The Village app pairs volunteers with senior citizens who need help with everyday tasks. Village was created to help independent seniors remain in their homes longer by allowing them to receive help with everyday tasks from willing volunteers. Volunteers can assist seniors locally by searching for needs in the area or by zip code. Seniors select which needs they have in just a few easy steps and broadcast them out to the volunteer network. Volunteers can then visit the "Village" to fill those needs. Once the volunteer confirms a date and time to fill those needs, the senior is notified.
Personas & Empathy Mapping
Qualitative research methods were utilized to discover more about the Village App's end users. Observational note-taking, surveys, questionnaires, and ethnographic interviews formed the basis for the development of the three main personas below. Research centered around people who were already more likely to use social media platforms and mobile devices. Forty eight participants took the online surveys. I also conducted face-to-face interviews with seniors and potential volunteers. I used surveys with conditional formatting to segment research participants into two age categories. Empathy maps were generated to capture the perspective of the different users, and to understand each user's situation as it relates to their end goals.
Card Sort and Site Map
The card sort for this project consisted of four ideal user. Each participant was asked to group together tasks that users would need to perform on the app. The three users performed an open card sort, while a fourth user was asked to perform a closed card sort in order to refine the page categories for the sitemap. The study revealed that certain terminology was confusing because this app caters to two over-arching user types. The Senior and the Volunteer. For example, the word volunteer doesn’t have an opposite word to describe the person who is receiving the help. Therefore, phrases like find volunteer opportunities and offer to volunteer, didn’t have clearly defined opposite responses. In order to counter this problem, I decided to play off of the name of the app, and designate an area called the “Village”, where any user could select either “fill a need” or “have a need”.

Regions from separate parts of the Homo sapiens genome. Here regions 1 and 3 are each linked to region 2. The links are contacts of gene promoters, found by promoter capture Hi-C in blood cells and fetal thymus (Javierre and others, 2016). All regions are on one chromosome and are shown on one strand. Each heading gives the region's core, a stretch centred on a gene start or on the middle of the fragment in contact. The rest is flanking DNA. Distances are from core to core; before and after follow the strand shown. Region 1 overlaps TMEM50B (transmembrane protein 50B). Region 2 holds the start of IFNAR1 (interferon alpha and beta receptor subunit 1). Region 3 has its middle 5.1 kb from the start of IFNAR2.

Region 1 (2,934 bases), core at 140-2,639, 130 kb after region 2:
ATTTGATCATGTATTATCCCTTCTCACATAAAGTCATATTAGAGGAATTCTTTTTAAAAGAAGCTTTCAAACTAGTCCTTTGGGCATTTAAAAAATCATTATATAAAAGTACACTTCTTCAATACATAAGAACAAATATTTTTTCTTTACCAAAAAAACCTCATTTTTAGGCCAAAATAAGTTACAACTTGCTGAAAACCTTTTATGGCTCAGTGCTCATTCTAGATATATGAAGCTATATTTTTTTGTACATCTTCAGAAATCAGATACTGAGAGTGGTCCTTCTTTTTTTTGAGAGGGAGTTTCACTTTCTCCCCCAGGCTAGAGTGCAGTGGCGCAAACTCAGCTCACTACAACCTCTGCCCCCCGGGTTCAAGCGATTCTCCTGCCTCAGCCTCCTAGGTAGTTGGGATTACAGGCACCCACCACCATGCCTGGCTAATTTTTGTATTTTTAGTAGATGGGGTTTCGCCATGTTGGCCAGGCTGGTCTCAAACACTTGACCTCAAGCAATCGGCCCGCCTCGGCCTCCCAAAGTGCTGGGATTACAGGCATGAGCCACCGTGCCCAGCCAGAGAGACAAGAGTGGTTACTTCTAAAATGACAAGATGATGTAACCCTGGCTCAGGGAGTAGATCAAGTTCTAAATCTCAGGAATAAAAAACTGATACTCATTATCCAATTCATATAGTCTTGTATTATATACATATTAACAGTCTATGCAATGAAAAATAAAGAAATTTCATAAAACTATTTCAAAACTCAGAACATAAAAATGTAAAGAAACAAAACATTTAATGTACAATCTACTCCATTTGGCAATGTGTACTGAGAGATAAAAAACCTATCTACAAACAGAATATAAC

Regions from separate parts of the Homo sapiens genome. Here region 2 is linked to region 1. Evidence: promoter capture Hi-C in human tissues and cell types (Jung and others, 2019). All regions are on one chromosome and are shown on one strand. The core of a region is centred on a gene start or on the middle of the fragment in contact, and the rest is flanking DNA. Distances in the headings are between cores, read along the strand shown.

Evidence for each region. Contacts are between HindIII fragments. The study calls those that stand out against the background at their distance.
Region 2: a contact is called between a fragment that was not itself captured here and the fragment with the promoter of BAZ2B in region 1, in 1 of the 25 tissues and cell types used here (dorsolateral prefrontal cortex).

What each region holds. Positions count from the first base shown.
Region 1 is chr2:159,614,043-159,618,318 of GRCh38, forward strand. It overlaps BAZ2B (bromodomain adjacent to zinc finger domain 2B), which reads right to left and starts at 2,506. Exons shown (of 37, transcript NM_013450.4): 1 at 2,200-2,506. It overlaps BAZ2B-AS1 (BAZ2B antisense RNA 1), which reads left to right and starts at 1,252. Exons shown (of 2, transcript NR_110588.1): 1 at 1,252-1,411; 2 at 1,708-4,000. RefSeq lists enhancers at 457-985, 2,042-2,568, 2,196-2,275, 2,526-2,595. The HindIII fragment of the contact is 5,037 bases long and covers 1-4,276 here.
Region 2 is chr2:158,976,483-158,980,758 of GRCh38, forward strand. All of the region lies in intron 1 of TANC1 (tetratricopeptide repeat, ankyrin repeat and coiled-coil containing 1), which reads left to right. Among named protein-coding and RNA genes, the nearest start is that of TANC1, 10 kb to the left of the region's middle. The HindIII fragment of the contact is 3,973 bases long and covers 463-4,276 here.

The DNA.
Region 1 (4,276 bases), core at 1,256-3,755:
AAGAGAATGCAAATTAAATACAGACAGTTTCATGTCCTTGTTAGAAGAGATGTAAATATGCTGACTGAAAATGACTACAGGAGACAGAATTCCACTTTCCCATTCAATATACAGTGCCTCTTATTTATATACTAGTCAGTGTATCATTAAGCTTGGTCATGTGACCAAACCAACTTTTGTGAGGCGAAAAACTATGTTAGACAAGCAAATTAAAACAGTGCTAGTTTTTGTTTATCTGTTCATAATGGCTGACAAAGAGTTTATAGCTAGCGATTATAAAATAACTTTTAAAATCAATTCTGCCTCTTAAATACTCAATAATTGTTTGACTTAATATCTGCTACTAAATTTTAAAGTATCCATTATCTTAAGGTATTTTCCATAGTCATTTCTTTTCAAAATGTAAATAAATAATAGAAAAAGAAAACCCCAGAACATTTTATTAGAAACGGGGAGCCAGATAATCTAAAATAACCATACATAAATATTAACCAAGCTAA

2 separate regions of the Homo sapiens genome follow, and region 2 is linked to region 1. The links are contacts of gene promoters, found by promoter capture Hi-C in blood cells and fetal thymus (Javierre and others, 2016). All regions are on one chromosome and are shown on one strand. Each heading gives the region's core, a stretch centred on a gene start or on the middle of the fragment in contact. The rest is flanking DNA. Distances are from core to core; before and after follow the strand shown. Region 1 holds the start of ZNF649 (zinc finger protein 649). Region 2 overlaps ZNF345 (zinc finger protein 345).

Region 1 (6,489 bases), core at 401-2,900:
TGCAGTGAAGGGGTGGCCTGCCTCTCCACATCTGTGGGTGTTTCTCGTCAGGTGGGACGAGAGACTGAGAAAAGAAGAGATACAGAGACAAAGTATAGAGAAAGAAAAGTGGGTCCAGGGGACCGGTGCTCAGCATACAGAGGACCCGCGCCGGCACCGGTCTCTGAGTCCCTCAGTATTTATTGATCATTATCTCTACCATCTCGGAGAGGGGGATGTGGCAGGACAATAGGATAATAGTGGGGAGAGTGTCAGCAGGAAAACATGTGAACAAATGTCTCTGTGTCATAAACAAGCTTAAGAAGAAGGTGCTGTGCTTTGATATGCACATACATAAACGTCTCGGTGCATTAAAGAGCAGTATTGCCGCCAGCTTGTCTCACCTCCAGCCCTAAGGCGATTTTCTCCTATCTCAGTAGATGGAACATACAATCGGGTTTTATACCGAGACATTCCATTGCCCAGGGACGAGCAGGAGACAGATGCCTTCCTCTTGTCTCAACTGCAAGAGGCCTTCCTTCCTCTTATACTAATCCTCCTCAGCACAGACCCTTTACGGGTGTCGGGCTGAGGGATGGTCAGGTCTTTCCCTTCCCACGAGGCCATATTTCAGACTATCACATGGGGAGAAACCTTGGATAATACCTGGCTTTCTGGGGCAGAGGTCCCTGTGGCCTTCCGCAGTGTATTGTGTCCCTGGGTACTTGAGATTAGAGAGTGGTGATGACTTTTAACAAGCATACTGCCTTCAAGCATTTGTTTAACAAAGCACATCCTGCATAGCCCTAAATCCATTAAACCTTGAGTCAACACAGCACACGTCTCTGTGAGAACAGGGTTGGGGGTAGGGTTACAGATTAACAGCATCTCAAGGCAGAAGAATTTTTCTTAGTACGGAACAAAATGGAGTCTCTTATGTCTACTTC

Creating User Flows
I created user flows based off of the insights gathered through initial research and the card sort. Users feedback and input ultimately drove the design process for the apps navigation. The app's navigation is structured to align with the users perspectives, as well as, their intuitive thought process.
Sketching & Wireframing
Initial sketches were created and iterated on until a mock solution could be user tested and revised with feedback. Each user flow from above was incorporated into the final sketches.
In order to visualize the project and add interactivity to the mockups, I stitched screens together for a basic prototype and added animations/interactions. This lo-fi prototype was user tested to further validate or invalidate design decisions.
Visual Style Guide
I created a visual system for the hi-fi prototype including logo design, color palette selection, UI elements, and typography. The deeply contrasting colors addressed concerns for readability for the older demographic. UI elements corresponded with research data that provides both intuitive functionality for the less tech savvy, and accelerators for more advanced users.